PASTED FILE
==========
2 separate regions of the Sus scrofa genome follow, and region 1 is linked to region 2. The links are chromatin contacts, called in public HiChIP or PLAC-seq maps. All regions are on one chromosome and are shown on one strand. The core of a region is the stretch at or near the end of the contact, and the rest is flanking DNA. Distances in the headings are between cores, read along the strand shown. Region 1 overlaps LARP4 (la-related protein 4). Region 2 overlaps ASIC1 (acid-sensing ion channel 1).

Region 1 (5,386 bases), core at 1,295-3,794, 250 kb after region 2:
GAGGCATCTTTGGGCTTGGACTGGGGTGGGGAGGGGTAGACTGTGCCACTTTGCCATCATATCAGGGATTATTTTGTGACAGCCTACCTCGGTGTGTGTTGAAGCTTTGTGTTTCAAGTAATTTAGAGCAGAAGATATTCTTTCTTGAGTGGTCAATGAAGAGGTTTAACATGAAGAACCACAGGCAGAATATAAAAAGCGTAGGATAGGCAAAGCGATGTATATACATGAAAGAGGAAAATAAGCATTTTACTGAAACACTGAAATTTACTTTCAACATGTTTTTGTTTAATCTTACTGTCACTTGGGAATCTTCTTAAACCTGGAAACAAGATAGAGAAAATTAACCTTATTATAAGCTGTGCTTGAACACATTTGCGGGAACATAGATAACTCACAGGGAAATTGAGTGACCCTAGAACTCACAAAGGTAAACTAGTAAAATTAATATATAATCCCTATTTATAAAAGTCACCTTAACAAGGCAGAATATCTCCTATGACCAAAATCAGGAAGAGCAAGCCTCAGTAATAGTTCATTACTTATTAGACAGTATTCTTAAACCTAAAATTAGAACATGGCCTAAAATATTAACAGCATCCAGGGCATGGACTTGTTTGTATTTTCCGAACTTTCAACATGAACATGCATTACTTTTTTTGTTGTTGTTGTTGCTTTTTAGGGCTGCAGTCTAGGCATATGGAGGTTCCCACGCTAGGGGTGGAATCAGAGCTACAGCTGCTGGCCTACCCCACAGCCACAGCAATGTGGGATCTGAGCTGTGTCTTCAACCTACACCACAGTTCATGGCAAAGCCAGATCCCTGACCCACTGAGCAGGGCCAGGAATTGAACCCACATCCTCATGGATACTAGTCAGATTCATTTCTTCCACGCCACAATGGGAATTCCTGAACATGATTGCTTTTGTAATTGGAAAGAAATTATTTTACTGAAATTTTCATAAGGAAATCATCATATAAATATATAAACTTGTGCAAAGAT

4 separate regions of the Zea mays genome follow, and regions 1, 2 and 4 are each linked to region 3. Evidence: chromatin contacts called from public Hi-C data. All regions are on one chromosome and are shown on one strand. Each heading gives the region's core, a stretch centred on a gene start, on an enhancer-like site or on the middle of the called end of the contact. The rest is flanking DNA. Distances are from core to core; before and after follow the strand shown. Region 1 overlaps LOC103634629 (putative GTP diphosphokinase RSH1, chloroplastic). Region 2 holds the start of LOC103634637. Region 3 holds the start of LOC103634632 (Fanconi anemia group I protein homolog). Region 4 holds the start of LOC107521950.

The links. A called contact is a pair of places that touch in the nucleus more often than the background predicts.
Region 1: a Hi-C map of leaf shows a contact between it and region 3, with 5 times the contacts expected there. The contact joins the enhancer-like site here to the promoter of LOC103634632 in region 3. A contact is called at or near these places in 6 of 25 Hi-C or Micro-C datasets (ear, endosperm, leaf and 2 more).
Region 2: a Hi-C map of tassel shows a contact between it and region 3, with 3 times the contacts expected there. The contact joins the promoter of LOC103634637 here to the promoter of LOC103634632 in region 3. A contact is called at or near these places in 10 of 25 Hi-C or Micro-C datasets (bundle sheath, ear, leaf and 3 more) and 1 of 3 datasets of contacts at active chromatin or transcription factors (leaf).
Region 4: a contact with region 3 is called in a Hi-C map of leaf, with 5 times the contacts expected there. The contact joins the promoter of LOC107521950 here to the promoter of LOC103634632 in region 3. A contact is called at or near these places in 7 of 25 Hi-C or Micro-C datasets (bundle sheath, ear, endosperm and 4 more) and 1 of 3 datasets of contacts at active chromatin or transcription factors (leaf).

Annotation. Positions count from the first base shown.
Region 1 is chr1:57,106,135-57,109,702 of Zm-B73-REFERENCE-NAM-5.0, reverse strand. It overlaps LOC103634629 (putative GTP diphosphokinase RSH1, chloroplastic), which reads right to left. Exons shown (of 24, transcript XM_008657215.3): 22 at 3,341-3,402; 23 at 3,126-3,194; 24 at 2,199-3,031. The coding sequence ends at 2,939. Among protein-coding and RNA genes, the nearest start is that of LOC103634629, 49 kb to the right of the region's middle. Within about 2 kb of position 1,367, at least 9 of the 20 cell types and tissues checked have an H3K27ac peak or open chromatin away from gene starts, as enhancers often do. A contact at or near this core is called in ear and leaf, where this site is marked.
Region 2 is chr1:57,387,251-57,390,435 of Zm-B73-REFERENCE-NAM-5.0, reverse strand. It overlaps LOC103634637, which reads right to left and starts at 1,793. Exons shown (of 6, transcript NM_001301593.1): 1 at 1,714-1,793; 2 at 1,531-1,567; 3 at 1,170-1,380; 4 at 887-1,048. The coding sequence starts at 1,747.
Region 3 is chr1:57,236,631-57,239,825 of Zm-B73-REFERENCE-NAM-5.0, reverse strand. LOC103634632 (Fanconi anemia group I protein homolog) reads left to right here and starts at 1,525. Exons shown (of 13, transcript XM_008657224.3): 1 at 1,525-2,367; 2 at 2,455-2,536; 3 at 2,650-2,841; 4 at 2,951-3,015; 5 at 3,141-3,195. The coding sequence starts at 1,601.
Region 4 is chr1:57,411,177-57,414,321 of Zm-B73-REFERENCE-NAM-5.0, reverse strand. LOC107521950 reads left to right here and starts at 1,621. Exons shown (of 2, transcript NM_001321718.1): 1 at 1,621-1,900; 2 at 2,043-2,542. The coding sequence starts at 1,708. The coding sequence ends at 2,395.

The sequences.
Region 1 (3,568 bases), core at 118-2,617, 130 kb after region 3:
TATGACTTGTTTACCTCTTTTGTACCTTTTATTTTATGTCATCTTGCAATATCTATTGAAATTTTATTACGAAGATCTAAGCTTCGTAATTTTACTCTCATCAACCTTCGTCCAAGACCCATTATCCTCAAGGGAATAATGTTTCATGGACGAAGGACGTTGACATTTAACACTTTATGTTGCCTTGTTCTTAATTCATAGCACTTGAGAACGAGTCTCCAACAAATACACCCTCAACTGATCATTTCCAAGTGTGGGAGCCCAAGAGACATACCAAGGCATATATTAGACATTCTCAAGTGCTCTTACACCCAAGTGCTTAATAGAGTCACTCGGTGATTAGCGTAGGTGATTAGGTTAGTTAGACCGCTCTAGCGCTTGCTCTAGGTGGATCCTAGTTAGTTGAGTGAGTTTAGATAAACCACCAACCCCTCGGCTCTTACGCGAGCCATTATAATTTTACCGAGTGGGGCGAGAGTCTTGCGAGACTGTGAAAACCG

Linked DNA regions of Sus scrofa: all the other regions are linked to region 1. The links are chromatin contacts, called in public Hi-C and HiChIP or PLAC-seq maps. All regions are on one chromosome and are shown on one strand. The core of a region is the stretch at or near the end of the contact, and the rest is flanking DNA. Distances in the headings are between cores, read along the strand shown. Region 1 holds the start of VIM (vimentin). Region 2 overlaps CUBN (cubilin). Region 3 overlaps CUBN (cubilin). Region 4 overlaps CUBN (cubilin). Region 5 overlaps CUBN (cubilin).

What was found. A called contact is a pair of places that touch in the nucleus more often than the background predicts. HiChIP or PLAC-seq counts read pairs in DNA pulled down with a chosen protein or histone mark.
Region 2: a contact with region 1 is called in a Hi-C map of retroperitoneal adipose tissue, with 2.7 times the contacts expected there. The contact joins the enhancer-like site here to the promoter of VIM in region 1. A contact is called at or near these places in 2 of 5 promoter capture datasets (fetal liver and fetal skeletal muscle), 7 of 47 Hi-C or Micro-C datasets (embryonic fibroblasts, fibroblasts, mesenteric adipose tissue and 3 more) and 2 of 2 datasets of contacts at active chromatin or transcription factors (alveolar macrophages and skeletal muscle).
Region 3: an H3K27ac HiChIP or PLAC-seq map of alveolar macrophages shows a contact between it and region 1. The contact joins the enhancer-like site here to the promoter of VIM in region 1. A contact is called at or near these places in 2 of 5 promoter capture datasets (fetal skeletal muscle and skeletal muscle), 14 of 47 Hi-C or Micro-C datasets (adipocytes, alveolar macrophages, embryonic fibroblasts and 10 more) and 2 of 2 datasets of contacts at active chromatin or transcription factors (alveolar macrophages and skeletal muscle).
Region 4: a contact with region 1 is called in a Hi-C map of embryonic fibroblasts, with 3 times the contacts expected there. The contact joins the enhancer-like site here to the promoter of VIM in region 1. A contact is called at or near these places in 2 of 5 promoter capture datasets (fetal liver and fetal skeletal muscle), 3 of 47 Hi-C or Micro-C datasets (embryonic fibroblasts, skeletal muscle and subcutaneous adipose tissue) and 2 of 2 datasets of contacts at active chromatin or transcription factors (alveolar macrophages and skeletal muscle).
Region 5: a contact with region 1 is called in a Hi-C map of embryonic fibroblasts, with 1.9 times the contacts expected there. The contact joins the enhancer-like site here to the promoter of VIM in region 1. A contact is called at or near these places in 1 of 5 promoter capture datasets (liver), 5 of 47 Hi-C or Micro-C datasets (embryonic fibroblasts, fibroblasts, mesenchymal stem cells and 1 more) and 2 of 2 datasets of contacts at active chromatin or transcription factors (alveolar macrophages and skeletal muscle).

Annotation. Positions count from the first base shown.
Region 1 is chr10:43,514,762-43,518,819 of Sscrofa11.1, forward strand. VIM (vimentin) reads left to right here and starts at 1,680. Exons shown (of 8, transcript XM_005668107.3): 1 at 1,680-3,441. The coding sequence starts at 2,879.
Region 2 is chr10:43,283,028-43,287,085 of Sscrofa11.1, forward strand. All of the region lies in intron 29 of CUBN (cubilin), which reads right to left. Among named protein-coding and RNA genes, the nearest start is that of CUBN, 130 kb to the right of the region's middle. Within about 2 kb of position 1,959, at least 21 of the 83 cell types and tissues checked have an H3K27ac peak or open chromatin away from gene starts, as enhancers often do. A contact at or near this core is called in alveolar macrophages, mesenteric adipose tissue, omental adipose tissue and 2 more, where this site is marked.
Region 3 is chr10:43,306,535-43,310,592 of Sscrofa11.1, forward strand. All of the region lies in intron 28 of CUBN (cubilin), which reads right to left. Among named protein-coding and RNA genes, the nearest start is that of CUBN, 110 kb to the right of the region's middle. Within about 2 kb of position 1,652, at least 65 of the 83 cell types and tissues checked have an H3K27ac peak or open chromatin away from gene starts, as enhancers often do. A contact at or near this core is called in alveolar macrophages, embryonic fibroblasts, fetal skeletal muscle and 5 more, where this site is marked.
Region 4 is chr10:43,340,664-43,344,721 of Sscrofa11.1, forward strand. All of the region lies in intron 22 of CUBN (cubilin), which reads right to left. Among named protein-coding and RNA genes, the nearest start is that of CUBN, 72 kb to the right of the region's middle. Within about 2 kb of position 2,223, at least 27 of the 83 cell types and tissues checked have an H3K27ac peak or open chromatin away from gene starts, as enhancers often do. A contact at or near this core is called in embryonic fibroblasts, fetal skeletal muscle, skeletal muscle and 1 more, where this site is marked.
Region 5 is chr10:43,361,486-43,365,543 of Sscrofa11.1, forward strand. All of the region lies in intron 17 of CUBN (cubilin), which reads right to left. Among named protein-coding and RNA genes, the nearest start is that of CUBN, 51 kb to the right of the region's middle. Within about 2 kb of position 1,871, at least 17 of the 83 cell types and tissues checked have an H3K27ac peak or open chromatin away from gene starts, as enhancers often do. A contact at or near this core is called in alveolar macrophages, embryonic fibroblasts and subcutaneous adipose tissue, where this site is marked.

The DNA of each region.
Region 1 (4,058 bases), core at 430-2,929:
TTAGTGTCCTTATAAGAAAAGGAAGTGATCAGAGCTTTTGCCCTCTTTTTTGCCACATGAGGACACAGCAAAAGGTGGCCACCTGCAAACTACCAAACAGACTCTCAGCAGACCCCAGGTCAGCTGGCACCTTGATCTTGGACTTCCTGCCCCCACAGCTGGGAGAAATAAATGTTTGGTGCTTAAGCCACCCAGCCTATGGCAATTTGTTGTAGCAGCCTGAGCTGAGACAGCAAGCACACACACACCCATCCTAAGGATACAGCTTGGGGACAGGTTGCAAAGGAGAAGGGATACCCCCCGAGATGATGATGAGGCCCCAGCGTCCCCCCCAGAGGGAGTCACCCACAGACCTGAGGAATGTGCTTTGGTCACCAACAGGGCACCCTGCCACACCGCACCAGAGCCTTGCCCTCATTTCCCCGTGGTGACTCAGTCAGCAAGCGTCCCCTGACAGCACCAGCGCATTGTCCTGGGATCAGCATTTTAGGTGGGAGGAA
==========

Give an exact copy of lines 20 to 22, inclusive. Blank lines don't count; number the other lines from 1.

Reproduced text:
Region 3: an H3K27ac HiChIP or PLAC-seq map of alveolar macrophages shows a contact between it and region 1. The contact joins the enhancer-like site here to the promoter of VIM in region 1. A contact is called at or near these places in 2 of 5 promoter capture datasets (fetal skeletal muscle and skeletal muscle), 14 of 47 Hi-C or Micro-C datasets (adipocytes, alveolar macrophages, embryonic fibroblasts and 10 more) and 2 of 2 datasets of contacts at active chromatin or transcription factors (alveolar macrophages and skeletal muscle).
Region 4: a contact with region 1 is called in a Hi-C map of embryonic fibroblasts, with 3 times the contacts expected there. The contact joins the enhancer-like site here to the promoter of VIM in region 1. A contact is called at or near these places in 2 of 5 promoter capture datasets (fetal liver and fetal skeletal muscle), 3 of 47 Hi-C or Micro-C datasets (embryonic fibroblasts, skeletal muscle and subcutaneous adipose tissue) and 2 of 2 datasets of contacts at active chromatin or transcription factors (alveolar macrophages and skeletal muscle).
Region 5: a contact with region 1 is called in a Hi-C map of embryonic fibroblasts, with 1.9 times the contacts expected there. The contact joins the enhancer-like site here to the promoter of VIM in region 1. A contact is called at or near these places in 1 of 5 promoter capture datasets (liver), 5 of 47 Hi-C or Micro-C datasets (embryonic fibroblasts, fibroblasts, mesenchymal stem cells and 1 more) and 2 of 2 datasets of contacts at active chromatin or transcription factors (alveolar macrophages and skeletal muscle).